“Drill, baby, drill!” That was a slogan used during the 2008 Republican National Convention. This slogan was used during the gas crisis at the time. The national average of a gallon of gas was around $4.11 per gallon. Now, the national average is about $2.49 per gallon. What changed?
The easy answer can be found in the slogan and basic economics. First, let’s talk supply and demand. When there is more of something, the price goes down if demand is held constant. When there is less of something, the price goes up if demand is held constant. The key to lower gas prices was that more oil was extracted from the ground.
I remember when the U.S. and Saudi Arabia started pumping more in a price war. It was more than a price war, actually. It was an economic cold war for market share. This is mean both countries were willing to sell oil and gas for cheaper prices in exchange for having more customers, or countries that bought from them
The final result of this battle is not solidified yet. This is because economics doesn’t just end and rivalries don’t just disappear. However, the U.S. has greatly increased the amount of oil it sells to other countries, giving an edge that should help us financially for many generations.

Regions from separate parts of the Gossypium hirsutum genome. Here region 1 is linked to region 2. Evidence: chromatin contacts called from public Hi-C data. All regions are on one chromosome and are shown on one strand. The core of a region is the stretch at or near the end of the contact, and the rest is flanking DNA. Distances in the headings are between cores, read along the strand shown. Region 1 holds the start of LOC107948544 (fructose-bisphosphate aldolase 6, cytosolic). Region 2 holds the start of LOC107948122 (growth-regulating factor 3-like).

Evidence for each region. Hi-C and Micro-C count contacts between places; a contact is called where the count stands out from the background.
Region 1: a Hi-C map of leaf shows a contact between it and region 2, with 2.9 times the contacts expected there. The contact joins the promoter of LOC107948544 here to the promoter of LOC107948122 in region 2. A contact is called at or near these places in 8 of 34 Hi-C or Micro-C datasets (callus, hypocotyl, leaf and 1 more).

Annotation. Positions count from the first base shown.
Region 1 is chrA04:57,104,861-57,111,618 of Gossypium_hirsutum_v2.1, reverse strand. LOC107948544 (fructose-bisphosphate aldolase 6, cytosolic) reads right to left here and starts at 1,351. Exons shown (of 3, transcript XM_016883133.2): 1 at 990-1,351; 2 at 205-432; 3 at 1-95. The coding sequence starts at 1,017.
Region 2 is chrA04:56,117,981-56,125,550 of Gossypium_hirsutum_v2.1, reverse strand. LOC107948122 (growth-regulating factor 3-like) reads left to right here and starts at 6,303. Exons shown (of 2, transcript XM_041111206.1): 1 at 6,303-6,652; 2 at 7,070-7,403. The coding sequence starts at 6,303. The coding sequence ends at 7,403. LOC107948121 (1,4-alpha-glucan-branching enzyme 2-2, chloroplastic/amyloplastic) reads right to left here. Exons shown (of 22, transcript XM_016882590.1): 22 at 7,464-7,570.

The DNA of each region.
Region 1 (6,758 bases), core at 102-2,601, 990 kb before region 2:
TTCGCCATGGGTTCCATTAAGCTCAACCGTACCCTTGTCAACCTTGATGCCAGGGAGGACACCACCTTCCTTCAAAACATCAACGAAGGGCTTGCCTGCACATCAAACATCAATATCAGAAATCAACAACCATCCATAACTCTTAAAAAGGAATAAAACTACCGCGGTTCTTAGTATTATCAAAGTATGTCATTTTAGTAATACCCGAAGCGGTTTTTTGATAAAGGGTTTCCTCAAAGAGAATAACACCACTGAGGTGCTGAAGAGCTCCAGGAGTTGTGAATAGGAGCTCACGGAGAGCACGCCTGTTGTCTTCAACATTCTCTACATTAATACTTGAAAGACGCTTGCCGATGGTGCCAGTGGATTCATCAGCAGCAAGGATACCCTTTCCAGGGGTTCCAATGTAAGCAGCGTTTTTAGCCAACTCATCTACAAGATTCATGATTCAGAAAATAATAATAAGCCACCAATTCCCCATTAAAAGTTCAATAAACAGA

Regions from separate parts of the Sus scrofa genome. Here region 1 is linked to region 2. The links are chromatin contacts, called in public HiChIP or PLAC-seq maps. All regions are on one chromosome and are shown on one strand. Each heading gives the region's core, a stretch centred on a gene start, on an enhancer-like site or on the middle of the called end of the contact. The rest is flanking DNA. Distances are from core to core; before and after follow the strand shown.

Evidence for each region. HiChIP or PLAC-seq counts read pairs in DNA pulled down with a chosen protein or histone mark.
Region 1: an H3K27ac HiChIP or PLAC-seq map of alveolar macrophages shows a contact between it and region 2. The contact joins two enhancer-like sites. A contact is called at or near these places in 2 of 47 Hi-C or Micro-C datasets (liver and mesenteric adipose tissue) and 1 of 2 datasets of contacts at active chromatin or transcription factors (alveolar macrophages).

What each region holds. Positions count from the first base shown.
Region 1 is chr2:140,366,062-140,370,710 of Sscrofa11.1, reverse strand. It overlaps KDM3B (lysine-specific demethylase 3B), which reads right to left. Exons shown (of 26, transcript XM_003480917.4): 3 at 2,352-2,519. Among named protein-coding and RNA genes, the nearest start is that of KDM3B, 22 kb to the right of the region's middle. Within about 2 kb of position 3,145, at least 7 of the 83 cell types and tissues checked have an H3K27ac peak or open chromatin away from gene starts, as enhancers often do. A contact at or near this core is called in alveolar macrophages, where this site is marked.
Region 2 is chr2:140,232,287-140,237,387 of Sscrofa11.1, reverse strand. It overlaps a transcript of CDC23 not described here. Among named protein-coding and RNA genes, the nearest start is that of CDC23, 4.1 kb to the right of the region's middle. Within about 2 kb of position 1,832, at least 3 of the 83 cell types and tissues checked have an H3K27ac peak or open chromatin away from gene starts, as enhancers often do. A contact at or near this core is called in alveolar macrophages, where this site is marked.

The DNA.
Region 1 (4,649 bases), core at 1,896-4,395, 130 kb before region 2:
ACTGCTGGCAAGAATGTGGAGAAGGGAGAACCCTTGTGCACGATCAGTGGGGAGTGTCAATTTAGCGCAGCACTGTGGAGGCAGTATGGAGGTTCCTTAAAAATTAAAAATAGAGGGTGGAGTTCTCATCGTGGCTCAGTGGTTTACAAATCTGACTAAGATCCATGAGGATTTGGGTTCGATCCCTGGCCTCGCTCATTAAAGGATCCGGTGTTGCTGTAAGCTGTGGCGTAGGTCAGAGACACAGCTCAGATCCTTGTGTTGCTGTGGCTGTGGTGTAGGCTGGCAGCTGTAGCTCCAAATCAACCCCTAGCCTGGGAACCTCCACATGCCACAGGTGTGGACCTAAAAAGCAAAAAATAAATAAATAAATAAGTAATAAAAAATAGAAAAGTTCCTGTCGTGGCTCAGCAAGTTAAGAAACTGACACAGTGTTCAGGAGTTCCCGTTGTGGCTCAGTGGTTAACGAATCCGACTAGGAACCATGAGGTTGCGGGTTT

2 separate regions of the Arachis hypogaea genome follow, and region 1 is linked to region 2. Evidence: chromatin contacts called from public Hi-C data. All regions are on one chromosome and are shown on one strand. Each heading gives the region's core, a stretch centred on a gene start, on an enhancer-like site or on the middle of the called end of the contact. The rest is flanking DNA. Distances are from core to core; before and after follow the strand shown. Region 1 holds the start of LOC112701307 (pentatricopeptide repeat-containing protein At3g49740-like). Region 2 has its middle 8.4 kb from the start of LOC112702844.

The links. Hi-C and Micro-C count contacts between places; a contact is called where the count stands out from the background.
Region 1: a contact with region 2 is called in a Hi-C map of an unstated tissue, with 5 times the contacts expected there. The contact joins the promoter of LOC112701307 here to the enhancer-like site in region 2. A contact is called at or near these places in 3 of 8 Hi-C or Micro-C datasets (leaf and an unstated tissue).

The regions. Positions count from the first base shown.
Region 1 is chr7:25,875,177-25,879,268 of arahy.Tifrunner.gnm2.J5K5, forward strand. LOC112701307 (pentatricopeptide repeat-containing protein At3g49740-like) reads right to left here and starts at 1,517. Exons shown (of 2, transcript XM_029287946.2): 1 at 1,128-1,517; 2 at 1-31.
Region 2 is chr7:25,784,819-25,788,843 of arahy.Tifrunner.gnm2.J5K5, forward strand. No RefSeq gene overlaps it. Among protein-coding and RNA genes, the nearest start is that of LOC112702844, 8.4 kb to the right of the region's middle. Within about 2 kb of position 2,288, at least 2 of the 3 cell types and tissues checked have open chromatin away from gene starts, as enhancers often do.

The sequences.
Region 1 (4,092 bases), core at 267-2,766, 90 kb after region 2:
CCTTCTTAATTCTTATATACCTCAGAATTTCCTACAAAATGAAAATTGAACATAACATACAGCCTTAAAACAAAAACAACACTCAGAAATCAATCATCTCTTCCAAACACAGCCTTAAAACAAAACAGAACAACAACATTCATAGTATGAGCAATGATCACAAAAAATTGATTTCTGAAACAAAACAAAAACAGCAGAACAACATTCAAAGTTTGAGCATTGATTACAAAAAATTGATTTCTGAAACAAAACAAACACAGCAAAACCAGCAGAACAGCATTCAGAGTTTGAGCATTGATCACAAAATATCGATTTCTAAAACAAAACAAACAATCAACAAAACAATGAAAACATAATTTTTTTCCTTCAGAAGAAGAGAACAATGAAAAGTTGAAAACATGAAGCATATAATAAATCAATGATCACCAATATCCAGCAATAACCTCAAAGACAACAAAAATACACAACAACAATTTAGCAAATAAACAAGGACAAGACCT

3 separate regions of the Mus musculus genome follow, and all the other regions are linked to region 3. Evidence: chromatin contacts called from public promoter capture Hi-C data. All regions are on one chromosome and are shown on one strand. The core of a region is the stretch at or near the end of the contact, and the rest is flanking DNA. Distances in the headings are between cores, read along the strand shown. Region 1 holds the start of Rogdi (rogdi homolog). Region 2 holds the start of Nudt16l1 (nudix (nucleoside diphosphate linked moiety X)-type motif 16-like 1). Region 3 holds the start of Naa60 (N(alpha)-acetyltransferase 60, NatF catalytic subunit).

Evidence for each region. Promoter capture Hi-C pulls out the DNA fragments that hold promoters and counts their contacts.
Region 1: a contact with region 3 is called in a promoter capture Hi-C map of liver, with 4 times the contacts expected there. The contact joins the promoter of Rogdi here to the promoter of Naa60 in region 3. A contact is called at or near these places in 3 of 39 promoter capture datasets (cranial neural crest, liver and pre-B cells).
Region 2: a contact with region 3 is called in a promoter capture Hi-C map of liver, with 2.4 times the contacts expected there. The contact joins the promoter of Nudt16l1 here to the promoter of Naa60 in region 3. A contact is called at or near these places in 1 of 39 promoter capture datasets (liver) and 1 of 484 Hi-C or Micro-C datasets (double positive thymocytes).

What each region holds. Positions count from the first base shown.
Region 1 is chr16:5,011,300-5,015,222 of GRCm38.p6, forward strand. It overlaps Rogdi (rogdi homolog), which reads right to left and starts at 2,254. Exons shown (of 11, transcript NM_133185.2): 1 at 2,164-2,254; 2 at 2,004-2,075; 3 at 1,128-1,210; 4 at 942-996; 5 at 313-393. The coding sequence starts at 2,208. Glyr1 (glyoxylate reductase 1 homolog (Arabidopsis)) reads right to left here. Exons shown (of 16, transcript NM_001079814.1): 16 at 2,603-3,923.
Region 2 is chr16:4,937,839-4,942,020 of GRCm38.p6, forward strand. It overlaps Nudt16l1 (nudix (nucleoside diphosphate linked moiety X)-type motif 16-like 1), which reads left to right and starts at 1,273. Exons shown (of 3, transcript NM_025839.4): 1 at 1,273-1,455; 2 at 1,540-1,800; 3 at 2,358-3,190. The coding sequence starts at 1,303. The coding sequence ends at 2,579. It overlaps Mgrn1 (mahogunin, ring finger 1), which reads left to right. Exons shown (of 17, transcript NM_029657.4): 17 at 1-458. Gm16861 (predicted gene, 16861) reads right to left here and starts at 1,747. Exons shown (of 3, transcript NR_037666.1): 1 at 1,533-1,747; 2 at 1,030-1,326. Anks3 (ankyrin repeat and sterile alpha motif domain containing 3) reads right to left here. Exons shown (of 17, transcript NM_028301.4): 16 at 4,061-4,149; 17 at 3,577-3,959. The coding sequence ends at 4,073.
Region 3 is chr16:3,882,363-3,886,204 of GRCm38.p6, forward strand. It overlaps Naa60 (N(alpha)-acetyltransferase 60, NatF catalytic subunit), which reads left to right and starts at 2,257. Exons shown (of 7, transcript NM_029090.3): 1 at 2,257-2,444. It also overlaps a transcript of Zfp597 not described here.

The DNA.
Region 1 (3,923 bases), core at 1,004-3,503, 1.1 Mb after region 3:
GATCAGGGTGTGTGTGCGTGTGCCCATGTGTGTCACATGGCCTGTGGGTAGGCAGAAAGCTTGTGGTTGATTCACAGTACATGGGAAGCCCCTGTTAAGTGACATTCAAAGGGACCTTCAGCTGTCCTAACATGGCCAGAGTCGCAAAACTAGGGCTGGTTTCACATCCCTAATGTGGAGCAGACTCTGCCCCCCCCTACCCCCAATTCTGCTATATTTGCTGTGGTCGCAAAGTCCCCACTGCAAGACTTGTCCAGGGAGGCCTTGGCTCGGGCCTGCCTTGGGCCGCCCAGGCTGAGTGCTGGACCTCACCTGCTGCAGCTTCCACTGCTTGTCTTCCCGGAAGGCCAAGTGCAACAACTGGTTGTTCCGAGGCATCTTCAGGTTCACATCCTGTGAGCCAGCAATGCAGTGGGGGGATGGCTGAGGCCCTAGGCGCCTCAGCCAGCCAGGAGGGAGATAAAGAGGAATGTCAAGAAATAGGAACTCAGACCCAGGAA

The rapid increase in oil production has been beneficial to all. This remains true in the form of lower gas prices. When we will up our vehicles, we notice these savings at the pump. When we book a flight, we notice that airfare seems much cheaper than it was a few years ago. This has to do, in part, because the price of oil has greatly fallen. Let’s hope it stays this way for a long time! Even if the price rises, one can get ahead by investing in an oil ETF or oil company stock.